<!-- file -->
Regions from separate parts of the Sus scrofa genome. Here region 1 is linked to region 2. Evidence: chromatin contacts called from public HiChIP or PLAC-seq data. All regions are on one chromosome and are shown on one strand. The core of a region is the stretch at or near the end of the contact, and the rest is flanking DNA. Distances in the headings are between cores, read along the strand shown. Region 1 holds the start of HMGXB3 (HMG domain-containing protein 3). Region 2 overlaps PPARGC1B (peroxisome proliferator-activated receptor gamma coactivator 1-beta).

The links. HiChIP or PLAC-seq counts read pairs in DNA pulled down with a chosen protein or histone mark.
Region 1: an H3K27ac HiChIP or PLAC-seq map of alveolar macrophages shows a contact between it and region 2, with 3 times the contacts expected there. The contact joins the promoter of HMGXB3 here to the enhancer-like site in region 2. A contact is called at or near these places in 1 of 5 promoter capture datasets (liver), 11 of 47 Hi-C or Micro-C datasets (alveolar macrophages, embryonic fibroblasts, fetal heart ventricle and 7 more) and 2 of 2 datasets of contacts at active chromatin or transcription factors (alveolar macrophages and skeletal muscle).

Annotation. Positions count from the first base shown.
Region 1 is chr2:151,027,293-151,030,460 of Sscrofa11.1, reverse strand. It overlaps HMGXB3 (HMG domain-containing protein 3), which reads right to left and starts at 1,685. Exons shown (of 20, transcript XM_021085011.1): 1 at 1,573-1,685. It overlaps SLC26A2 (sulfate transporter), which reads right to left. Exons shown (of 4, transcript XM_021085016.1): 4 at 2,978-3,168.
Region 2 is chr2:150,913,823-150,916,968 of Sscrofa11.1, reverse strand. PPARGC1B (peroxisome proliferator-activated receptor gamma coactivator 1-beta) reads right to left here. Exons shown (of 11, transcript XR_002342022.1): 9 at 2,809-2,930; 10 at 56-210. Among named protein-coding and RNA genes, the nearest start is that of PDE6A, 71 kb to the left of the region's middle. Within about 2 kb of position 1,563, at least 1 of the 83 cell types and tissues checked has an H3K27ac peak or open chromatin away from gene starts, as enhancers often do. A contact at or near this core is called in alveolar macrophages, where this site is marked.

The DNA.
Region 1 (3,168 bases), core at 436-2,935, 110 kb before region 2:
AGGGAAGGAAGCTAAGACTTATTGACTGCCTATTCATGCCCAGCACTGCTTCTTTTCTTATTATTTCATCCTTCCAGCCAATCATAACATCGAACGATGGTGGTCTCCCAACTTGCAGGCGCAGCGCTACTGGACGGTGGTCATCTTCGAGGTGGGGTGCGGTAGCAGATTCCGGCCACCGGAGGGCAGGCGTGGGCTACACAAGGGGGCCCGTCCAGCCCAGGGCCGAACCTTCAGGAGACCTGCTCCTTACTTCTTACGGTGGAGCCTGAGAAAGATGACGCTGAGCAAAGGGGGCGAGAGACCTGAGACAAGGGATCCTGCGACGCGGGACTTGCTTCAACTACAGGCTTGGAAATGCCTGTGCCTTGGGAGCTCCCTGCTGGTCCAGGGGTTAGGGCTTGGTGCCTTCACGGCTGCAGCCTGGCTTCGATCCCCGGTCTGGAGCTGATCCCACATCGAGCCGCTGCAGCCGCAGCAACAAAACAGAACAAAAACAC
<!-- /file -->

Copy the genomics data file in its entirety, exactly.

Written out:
Regions from separate parts of the Sus scrofa genome. Here region 1 is linked to region 2. Evidence: chromatin contacts called from public HiChIP or PLAC-seq data. All regions are on one chromosome and are shown on one strand. The core of a region is the stretch at or near the end of the contact, and the rest is flanking DNA. Distances in the headings are between cores, read along the strand shown. Region 1 holds the start of HMGXB3 (HMG domain-containing protein 3). Region 2 overlaps PPARGC1B (peroxisome proliferator-activated receptor gamma coactivator 1-beta).

The links. HiChIP or PLAC-seq counts read pairs in DNA pulled down with a chosen protein or histone mark.
Region 1: an H3K27ac HiChIP or PLAC-seq map of alveolar macrophages shows a contact between it and region 2, with 3 times the contacts expected there. The contact joins the promoter of HMGXB3 here to the enhancer-like site in region 2. A contact is called at or near these places in 1 of 5 promoter capture datasets (liver), 11 of 47 Hi-C or Micro-C datasets (alveolar macrophages, embryonic fibroblasts, fetal heart ventricle and 7 more) and 2 of 2 datasets of contacts at active chromatin or transcription factors (alveolar macrophages and skeletal muscle).

Annotation. Positions count from the first base shown.
Region 1 is chr2:151,027,293-151,030,460 of Sscrofa11.1, reverse strand. It overlaps HMGXB3 (HMG domain-containing protein 3), which reads right to left and starts at 1,685. Exons shown (of 20, transcript XM_021085011.1): 1 at 1,573-1,685. It overlaps SLC26A2 (sulfate transporter), which reads right to left. Exons shown (of 4, transcript XM_021085016.1): 4 at 2,978-3,168.
Region 2 is chr2:150,913,823-150,916,968 of Sscrofa11.1, reverse strand. PPARGC1B (peroxisome proliferator-activated receptor gamma coactivator 1-beta) reads right to left here. Exons shown (of 11, transcript XR_002342022.1): 9 at 2,809-2,930; 10 at 56-210. Among named protein-coding and RNA genes, the nearest start is that of PDE6A, 71 kb to the left of the region's middle. Within about 2 kb of position 1,563, at least 1 of the 83 cell types and tissues checked has an H3K27ac peak or open chromatin away from gene starts, as enhancers often do. A contact at or near this core is called in alveolar macrophages, where this site is marked.

The DNA.
Region 1 (3,168 bases), core at 436-2,935, 110 kb before region 2:
AGGGAAGGAAGCTAAGACTTATTGACTGCCTATTCATGCCCAGCACTGCTTCTTTTCTTATTATTTCATCCTTCCAGCCAATCATAACATCGAACGATGGTGGTCTCCCAACTTGCAGGCGCAGCGCTACTGGACGGTGGTCATCTTCGAGGTGGGGTGCGGTAGCAGATTCCGGCCACCGGAGGGCAGGCGTGGGCTACACAAGGGGGCCCGTCCAGCCCAGGGCCGAACCTTCAGGAGACCTGCTCCTTACTTCTTACGGTGGAGCCTGAGAAAGATGACGCTGAGCAAAGGGGGCGAGAGACCTGAGACAAGGGATCCTGCGACGCGGGACTTGCTTCAACTACAGGCTTGGAAATGCCTGTGCCTTGGGAGCTCCCTGCTGGTCCAGGGGTTAGGGCTTGGTGCCTTCACGGCTGCAGCCTGGCTTCGATCCCCGGTCTGGAGCTGATCCCACATCGAGCCGCTGCAGCCGCAGCAACAAAACAGAACAAAAACAC